05 Oct How Medical Debt Affects Your Credit
Selling a structured settlement or annuity can be a great way to acquire a significant amount of money fast. It can provide you with the means to take care of any of the many curves life throws at you. One of the best ways you can utilize this money is by paying off medical debt you’ve accumulated recently or over the years, which can adversely affect your credit score.
Credit bureaus will wait 6 months (180 days) before adding medical debt to your report. The average emergency room visit will cost you $1,233, but serious illnesses, chronic conditions, and surgeries can amount to tens of thousands of dollars in a hurry.
Approximately 43 million Americans have some kind of medical debt on their credit reports and a third of those people have otherwise perfect credit. In fact, about 52% of all debt on credit reports is of the medical variety, according to a new report from the Consumer Financial Protection Bureau. Fortunately, the average amount of medical debt on credit reports is manageable, at an average of $579.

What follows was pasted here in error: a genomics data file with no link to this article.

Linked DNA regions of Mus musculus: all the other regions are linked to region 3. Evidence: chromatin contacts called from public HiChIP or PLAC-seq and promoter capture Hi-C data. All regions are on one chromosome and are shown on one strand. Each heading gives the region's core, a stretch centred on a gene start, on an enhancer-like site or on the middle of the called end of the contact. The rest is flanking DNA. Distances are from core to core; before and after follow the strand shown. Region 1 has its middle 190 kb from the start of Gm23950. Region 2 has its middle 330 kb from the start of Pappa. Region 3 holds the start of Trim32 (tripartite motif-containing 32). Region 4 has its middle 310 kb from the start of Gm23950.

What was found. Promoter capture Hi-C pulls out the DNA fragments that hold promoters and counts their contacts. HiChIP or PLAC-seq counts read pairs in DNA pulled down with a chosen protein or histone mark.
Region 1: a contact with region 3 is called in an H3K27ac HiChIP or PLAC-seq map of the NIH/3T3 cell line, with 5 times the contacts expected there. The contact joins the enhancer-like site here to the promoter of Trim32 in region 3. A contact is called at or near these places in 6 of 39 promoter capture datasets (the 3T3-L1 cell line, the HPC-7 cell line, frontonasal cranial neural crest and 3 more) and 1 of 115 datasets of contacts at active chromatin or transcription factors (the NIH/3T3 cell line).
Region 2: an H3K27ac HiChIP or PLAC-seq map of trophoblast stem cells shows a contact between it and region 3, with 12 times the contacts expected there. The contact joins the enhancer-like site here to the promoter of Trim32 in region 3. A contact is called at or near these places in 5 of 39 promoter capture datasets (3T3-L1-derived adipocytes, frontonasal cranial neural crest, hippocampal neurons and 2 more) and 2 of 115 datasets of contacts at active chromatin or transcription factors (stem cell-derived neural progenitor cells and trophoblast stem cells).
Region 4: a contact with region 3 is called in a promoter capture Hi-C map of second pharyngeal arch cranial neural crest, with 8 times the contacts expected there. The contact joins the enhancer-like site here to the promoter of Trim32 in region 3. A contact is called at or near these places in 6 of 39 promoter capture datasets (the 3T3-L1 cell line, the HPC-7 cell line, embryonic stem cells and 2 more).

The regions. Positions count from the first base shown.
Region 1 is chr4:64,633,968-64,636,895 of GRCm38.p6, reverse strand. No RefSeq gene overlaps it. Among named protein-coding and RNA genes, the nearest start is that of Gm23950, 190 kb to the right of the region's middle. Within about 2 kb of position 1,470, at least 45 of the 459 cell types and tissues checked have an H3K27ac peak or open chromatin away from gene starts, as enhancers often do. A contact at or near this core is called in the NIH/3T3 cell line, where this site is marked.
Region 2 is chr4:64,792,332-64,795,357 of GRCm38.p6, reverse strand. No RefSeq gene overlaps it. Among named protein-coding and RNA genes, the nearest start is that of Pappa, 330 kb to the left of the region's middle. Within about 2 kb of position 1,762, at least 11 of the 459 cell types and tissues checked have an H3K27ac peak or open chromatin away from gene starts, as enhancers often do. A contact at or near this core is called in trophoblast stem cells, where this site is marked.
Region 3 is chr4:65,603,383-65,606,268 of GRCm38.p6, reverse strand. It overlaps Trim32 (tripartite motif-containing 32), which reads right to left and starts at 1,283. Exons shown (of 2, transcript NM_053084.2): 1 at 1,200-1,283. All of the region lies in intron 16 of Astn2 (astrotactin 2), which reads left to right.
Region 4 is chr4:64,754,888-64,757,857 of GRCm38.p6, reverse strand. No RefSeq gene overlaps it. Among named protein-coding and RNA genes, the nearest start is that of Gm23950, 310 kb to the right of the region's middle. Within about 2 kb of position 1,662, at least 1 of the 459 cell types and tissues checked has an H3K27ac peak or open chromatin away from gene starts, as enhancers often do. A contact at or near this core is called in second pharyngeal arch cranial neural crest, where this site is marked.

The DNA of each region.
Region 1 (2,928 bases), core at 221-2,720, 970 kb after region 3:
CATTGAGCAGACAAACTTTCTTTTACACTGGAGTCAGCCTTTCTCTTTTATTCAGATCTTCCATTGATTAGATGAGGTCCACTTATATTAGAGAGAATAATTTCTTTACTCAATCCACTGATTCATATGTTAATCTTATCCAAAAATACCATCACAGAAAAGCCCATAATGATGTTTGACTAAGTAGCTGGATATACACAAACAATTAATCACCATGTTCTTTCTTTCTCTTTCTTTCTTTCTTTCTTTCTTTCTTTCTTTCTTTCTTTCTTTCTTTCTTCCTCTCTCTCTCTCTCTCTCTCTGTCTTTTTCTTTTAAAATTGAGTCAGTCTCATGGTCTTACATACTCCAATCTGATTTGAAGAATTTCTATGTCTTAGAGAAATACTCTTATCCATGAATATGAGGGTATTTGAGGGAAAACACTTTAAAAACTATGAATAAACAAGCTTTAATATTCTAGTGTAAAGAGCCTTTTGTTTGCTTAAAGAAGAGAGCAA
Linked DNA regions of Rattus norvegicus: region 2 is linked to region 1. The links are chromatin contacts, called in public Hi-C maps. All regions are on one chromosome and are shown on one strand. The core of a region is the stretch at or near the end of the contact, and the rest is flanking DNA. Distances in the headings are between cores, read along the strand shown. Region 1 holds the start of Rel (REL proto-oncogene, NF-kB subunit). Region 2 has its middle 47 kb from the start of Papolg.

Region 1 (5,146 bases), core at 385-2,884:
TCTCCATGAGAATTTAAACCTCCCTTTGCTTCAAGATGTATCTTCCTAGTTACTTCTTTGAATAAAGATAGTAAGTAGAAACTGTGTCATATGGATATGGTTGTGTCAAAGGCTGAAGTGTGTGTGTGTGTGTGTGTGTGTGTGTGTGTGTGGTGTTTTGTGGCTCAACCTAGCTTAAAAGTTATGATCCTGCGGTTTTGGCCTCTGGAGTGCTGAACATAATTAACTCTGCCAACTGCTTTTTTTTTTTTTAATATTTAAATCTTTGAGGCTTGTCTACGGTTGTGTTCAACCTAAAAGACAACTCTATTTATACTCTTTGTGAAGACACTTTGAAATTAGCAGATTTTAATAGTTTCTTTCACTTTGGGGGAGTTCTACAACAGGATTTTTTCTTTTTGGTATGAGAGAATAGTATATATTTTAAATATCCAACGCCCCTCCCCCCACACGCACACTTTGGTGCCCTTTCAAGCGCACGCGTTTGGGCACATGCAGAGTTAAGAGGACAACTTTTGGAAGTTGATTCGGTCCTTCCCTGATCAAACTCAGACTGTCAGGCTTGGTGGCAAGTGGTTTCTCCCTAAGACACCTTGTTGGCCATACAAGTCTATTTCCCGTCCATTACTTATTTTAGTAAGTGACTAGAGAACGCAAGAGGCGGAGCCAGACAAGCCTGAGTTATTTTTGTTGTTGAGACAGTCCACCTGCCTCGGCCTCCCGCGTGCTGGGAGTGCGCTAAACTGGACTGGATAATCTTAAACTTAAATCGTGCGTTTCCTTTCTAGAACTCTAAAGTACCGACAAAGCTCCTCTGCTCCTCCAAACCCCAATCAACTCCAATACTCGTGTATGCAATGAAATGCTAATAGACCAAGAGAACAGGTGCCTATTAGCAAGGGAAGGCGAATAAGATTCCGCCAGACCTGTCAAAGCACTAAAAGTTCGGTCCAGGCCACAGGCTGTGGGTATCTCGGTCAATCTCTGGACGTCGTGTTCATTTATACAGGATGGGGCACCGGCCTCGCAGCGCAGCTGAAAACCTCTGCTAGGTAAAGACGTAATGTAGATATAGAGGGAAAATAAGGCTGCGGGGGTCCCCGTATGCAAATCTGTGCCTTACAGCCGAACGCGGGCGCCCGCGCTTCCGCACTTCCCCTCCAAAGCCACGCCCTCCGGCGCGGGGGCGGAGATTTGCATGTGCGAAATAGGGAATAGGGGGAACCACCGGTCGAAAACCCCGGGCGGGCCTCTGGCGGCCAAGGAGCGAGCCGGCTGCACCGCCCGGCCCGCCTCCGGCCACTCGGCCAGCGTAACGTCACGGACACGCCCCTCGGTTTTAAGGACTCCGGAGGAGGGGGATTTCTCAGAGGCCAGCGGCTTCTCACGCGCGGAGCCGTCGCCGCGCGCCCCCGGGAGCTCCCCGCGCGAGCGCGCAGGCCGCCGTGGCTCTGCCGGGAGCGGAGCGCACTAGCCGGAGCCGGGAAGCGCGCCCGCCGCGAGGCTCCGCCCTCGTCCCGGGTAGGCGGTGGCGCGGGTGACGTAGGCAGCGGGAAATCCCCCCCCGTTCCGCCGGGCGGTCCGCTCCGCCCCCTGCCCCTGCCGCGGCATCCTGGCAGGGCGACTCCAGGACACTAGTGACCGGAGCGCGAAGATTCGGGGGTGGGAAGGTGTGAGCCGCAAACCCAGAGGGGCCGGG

Paying off a bill over time means you end up paying more in interest in the long run. Having the cash on hand from selling a settlement can allow you to pay for it all in one lump sum. Some doctor’s offices and hospitals will even give you a one-time discount for paying off your bill this way.
Don’t fall into the trap that small bills are insignificant, either. Even a single medical-related collection for a $15 co-pay can cause your credit score to fall drastically. Any one credit collection can affect your FICO score by 100 points. The damage to your credit score will lessen over time, but it will stay on your report for seven years.
As the saying goes, “Don’t put off until tomorrow what you could have done today.” This could not be any more true when it comes to medical debt and credit scores. Selling a settlement or annuity now can save you thousands of dollars in the future.